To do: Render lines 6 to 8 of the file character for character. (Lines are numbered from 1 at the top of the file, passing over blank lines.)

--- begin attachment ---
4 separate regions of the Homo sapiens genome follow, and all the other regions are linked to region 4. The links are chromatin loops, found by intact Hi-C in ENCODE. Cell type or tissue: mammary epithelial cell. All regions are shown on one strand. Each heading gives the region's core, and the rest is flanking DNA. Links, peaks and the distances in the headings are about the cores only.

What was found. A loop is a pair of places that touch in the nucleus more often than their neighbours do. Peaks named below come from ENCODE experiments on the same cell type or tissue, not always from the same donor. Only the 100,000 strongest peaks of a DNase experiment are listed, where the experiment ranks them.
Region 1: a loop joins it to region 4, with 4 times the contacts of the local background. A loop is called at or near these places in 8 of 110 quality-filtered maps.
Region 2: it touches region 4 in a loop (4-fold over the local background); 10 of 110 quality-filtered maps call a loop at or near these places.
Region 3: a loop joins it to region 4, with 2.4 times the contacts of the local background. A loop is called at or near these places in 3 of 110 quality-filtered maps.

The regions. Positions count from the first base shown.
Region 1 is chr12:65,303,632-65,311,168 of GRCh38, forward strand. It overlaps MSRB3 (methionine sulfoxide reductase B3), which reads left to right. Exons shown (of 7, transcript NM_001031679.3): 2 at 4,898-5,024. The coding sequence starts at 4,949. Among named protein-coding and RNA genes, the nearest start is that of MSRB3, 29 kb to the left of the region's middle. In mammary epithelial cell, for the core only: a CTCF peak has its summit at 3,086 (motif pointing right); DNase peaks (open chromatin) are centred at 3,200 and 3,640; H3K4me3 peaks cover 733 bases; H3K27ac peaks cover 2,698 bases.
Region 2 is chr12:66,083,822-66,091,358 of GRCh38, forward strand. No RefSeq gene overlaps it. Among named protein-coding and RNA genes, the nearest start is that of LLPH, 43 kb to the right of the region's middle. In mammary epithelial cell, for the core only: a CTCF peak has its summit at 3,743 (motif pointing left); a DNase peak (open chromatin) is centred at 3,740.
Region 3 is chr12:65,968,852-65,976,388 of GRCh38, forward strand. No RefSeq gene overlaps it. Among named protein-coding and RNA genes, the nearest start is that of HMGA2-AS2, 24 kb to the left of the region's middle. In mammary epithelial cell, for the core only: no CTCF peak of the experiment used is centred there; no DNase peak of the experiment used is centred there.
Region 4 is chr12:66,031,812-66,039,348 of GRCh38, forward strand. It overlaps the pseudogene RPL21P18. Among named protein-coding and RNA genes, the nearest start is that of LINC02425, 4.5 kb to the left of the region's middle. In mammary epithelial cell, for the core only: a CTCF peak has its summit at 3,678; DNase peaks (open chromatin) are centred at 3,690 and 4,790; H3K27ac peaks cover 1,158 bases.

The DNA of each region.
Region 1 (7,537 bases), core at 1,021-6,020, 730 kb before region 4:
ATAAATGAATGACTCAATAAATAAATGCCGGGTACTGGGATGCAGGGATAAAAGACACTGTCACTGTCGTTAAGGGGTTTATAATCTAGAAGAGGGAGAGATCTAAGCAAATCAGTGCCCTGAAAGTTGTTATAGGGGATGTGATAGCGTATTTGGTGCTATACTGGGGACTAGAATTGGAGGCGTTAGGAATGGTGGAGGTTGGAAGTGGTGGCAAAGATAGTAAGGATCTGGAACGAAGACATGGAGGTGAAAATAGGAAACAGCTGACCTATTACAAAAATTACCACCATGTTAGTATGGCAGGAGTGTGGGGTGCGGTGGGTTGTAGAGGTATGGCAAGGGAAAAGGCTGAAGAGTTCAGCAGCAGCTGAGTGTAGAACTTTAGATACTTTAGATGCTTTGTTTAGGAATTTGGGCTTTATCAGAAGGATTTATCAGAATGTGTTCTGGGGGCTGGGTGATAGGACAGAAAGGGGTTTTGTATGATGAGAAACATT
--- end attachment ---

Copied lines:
The regions. Positions count from the first base shown.
Region 1 is chr12:65,303,632-65,311,168 of GRCh38, forward strand. It overlaps MSRB3 (methionine sulfoxide reductase B3), which reads left to right. Exons shown (of 7, transcript NM_001031679.3): 2 at 4,898-5,024. The coding sequence starts at 4,949. Among named protein-coding and RNA genes, the nearest start is that of MSRB3, 29 kb to the left of the region's middle. In mammary epithelial cell, for the core only: a CTCF peak has its summit at 3,086 (motif pointing right); DNase peaks (open chromatin) are centred at 3,200 and 3,640; H3K4me3 peaks cover 733 bases; H3K27ac peaks cover 2,698 bases.
Region 2 is chr12:66,083,822-66,091,358 of GRCh38, forward strand. No RefSeq gene overlaps it. Among named protein-coding and RNA genes, the nearest start is that of LLPH, 43 kb to the right of the region's middle. In mammary epithelial cell, for the core only: a CTCF peak has its summit at 3,743 (motif pointing left); a DNase peak (open chromatin) is centred at 3,740.